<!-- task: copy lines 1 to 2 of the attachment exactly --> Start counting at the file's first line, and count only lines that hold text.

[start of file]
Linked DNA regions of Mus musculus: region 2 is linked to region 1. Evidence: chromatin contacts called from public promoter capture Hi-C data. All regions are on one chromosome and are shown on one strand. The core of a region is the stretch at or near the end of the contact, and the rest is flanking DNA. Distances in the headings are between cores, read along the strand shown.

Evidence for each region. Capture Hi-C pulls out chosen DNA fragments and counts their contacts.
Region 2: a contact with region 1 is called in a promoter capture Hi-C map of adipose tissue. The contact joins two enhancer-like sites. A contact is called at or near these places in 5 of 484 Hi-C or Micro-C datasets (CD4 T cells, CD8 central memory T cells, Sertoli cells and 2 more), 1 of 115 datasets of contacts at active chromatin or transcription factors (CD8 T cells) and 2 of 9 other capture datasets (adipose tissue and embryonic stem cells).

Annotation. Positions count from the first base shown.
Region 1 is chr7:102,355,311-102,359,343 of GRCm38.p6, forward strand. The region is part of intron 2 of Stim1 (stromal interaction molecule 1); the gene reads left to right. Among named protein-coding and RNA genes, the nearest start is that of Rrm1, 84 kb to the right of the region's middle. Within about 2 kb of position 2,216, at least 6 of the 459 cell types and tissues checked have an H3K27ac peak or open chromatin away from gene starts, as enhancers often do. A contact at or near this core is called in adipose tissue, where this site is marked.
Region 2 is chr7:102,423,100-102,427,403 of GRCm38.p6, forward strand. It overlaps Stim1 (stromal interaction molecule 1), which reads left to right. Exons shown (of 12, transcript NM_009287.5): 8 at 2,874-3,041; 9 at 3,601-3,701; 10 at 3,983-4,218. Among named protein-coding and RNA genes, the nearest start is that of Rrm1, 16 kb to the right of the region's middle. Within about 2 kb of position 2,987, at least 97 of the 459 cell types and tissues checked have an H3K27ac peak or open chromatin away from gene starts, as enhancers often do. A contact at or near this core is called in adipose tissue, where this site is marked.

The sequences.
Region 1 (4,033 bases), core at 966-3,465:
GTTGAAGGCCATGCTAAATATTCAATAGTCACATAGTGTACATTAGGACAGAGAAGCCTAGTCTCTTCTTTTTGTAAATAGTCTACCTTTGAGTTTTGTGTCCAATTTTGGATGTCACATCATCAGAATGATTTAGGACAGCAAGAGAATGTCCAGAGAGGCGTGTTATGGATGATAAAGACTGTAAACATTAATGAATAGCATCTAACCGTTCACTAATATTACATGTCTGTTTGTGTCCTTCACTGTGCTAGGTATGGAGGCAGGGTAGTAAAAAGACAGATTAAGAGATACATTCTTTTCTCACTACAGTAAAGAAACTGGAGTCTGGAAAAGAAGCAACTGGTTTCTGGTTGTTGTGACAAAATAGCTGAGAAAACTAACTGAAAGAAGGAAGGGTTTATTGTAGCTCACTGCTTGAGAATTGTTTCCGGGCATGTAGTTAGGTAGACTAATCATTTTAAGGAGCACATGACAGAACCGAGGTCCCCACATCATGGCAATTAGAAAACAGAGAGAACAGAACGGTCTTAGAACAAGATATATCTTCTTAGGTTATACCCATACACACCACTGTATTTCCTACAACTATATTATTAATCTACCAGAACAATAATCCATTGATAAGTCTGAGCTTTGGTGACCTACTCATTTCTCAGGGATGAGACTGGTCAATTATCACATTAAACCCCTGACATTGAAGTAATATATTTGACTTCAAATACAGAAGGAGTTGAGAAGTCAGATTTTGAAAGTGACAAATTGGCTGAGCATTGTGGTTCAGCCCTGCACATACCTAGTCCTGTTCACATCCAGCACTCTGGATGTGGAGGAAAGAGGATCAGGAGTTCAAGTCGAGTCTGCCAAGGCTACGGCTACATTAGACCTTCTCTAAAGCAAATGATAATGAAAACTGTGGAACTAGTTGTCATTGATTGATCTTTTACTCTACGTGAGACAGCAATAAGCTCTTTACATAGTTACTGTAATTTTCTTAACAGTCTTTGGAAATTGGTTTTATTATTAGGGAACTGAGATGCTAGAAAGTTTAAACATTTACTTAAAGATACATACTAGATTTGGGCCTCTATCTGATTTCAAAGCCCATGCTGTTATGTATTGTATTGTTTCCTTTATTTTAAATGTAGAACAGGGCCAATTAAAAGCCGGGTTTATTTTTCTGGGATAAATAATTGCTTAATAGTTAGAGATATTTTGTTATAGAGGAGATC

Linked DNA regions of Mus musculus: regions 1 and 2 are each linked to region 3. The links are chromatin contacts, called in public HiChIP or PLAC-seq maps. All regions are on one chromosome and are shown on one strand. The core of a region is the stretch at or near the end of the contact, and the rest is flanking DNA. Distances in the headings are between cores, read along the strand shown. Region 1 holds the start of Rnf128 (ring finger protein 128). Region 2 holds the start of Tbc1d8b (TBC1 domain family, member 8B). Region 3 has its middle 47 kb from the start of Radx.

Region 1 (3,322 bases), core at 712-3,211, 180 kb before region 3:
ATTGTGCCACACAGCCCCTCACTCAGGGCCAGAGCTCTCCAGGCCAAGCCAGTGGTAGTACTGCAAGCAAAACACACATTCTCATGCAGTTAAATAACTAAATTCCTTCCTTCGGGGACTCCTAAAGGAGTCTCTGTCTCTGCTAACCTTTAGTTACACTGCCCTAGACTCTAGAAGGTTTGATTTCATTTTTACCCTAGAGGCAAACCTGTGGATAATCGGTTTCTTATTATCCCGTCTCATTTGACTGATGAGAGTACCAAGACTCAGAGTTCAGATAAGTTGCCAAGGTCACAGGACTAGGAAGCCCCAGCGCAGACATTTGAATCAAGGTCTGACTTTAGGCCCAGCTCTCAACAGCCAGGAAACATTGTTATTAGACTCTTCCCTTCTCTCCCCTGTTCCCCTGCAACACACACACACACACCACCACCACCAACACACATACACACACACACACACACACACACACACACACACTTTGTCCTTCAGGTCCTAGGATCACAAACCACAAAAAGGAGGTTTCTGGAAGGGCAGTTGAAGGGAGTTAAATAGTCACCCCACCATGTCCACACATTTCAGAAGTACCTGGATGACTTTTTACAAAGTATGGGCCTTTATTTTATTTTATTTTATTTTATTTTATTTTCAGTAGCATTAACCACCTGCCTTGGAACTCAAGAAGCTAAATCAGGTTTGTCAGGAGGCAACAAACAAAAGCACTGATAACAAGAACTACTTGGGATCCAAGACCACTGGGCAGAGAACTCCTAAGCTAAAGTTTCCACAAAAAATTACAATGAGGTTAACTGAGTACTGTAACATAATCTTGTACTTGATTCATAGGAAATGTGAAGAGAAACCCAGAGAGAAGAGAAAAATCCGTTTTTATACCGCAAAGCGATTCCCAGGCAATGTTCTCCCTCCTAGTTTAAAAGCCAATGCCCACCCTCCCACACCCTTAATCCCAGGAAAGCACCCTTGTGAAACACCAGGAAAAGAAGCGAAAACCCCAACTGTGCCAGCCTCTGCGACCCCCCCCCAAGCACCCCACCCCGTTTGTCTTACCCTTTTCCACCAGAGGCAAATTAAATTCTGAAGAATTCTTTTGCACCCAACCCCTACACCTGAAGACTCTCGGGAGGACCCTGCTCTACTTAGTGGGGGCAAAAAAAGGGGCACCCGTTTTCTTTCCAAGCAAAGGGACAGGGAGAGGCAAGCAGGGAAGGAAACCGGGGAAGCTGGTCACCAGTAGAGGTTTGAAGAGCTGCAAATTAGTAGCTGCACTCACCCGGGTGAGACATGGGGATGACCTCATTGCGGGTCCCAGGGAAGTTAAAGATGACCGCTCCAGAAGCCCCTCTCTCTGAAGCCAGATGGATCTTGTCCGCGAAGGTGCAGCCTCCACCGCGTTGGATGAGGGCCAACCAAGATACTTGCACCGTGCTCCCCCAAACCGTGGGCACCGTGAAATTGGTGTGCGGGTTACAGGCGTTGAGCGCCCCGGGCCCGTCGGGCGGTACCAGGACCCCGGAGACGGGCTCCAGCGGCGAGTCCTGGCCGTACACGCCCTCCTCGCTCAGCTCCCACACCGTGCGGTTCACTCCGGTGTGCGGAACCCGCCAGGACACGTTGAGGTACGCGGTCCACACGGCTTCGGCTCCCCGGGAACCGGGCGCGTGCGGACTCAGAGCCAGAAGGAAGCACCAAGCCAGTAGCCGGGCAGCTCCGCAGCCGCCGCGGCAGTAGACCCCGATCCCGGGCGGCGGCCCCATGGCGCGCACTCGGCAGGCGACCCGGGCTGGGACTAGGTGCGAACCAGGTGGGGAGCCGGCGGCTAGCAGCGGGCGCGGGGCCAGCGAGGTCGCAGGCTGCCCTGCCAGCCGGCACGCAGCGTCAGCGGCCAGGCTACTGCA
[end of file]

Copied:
Linked DNA regions of Mus musculus: region 2 is linked to region 1. Evidence: chromatin contacts called from public promoter capture Hi-C data. All regions are on one chromosome and are shown on one strand. The core of a region is the stretch at or near the end of the contact, and the rest is flanking DNA. Distances in the headings are between cores, read along the strand shown.

Evidence for each region. Capture Hi-C pulls out chosen DNA fragments and counts their contacts.